Types of Grass For Lawns in the UK

Grasses are an incredibly successful group of plants. They can cover large areas of ground relatively quickly. For this reason, they can be great for quickly regenerating growth and covering up areas of bare soil. A lawn can serve a range of purposes, however, above and beyond simply providing soil cover. They can provide:

  • A place for play and relaxation, than can be mown to create a level, comfortable ground cover and an open, sunny space.
  • Areas of forage/pasture for small-scale livestock.
  • Habitat for garden wildlife. (Especially when other plant species are included alongside grass.)

Which Types of Grass Should You Choose?

Grass will almost always form the basis of a lawn area. But which type of grass or grasses are best will depend on why you are creating the lawn in the first place and how it is to be used. It is important to consider how long the grass will grow (or the height to which it is usually mown), how much traffic it can tolerate, and whether it will be able to withstand the use to which it will be put.

Which types of grass will be best for you will also depend on:

  • The temperatures where you live. (And general climatic conditions.)
  • The microclimate of your garden. (Whether there are frost pockets, whether the site is sheltered or exposed etc..)
  • How much rainfall you get (and how much moisture is retained in the soil).
  • The soil type, pH, fertility and conditions where you live.

Types of Grass for UK Gardens

Common Bent

Common bent (Agrostis Capillaris L.) grows best in full sun. It can tolerate an acidic soil, and thrive in damp soils or dry meadows, but it relatively intolerant of traffic and so is best used for areas with lower footfall. It is best for lawns that are for occasional recreational use.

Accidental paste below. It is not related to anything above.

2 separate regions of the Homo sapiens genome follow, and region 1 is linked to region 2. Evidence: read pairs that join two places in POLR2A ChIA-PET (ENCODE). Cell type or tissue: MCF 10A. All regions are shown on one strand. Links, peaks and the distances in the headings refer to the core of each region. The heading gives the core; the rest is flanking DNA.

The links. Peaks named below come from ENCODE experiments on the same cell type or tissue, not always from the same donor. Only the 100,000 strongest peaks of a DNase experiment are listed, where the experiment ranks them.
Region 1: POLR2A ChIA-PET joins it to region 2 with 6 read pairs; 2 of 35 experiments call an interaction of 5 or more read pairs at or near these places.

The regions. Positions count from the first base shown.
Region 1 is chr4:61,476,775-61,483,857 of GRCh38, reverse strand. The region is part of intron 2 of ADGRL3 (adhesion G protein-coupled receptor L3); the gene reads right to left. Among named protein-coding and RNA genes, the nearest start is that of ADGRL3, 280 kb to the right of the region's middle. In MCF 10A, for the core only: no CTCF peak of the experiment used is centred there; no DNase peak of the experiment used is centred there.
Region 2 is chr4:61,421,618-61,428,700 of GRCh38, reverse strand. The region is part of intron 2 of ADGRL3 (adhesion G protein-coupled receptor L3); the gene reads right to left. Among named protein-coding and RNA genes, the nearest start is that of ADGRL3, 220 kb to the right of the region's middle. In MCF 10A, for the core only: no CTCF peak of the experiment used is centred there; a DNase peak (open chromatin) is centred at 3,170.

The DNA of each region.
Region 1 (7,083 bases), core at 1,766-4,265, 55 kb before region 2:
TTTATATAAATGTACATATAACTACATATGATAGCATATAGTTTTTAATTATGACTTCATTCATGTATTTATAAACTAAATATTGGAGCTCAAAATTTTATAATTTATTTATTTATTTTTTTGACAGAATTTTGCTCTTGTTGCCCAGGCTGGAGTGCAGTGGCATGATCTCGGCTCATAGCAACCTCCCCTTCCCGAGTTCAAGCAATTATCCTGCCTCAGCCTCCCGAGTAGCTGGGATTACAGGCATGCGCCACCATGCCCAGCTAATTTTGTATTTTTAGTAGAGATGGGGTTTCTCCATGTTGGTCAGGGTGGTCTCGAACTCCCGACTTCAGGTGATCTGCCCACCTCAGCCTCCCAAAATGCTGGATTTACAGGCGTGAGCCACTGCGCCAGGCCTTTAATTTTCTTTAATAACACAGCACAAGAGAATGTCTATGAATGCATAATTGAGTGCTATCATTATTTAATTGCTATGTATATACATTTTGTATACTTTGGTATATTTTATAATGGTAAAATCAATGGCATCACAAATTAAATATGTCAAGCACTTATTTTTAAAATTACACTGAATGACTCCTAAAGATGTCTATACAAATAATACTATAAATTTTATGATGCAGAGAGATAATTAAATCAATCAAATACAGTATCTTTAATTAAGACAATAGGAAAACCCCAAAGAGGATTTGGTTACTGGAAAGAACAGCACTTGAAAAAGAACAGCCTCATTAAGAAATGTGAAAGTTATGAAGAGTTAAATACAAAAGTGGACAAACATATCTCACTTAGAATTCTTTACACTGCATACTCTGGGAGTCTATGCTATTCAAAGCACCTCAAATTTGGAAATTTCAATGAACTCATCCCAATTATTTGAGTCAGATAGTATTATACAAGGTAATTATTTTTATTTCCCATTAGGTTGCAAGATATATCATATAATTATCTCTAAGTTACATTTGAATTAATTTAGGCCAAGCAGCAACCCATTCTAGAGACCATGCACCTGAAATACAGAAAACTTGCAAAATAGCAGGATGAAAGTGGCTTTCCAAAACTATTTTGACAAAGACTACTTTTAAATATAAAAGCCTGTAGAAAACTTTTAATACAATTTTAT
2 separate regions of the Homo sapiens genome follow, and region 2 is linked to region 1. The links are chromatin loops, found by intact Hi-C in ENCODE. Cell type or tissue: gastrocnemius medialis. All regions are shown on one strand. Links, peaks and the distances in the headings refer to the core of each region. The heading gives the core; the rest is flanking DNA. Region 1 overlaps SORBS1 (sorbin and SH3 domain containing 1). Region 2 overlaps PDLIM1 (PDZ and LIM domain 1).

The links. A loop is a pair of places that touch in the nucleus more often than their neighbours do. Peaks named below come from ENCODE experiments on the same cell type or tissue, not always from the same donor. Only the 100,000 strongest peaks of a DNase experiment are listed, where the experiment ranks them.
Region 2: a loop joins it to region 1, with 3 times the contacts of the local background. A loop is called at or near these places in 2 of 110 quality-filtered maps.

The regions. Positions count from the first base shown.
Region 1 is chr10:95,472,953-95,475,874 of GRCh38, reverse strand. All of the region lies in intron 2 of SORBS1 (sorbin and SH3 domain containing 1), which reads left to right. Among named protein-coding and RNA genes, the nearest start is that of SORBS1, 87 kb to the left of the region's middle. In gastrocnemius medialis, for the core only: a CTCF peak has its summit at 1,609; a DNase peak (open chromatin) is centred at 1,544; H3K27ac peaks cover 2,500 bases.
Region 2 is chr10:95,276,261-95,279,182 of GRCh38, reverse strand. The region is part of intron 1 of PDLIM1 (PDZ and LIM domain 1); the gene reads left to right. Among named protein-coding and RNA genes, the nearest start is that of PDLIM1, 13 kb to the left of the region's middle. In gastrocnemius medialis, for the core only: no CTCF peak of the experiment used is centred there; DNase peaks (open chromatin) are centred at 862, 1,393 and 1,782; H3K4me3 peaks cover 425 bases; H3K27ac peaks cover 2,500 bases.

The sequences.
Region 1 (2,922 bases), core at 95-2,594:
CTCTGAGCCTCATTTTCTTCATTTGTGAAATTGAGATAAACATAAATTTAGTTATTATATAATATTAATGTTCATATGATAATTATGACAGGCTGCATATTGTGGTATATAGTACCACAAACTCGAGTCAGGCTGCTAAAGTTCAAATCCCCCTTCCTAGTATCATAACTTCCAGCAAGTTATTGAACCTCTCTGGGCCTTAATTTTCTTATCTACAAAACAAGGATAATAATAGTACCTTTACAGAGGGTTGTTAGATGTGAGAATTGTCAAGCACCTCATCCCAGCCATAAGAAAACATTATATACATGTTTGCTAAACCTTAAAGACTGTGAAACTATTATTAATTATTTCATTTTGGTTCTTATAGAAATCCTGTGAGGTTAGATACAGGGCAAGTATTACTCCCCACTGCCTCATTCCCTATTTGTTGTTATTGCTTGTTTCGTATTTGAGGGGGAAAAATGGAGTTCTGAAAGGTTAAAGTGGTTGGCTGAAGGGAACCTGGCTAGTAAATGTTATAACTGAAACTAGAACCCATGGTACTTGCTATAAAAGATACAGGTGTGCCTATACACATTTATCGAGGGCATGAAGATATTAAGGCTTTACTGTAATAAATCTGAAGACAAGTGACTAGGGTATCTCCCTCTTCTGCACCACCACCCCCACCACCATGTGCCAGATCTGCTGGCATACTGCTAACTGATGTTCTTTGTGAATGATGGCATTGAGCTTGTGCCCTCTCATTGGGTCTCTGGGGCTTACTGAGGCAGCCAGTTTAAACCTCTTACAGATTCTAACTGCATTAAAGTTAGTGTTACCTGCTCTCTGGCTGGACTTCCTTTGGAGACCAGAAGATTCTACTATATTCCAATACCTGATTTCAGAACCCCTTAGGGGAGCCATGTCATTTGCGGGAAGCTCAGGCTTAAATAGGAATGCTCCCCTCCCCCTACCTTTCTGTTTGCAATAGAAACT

Meadow Grass

Smooth-stalked meadow grass (Poa pratensis) is generally left a little longer than the above – cut to a mowing height of 2-2.5 inches. Like bentgrass, it likes to be in full sun. However, it will prefer a soil with a neutral pH. This grass can create a great drought tolerant and hardy turf and is also great for attracting wildlife to the garden.

Fine Fescue

If you like some of the qualities of the above grasses, but have a more shaded site, you could consider a fine fescue. This grass can be grown in full sun but will be more tolerant of shade than some other grass types. It is generally mowed to a height of around 2-3 inches and will do fine in almost any soil type. However, like the grasses mentioned above, it will also only tolerate relatively light traffic.

Tall Fescue

Related to the above, tall fescue is also suitable for most soil types, is generally mown to around 2-3 inches, and can be grown in areas of full sun or (partial) shade. This is, however, one of the tougher types of grass, and can withstand high traffic. It could, therefore, be a better choice for lawns where sports and games are to be enjoyed, or where there will be a lot of footfall, and for areas for livestock.

Perennial Ryegrass

Another good option where toughness and hardiness is essential, perennial ryegrass also has great tolerance to traffic. It is also an extremely versatile grass type, as it can be used in most soil types. Like tall fescue, it can also be a good option for livestock, as well as for human uses. However, unlike tall fescue, it is best grown in full sun and is less tolerant of shade.

Grass mixes and turfs will often include one or more of the above, and will usually combine more than one types of grass for a better lawn and better coverage.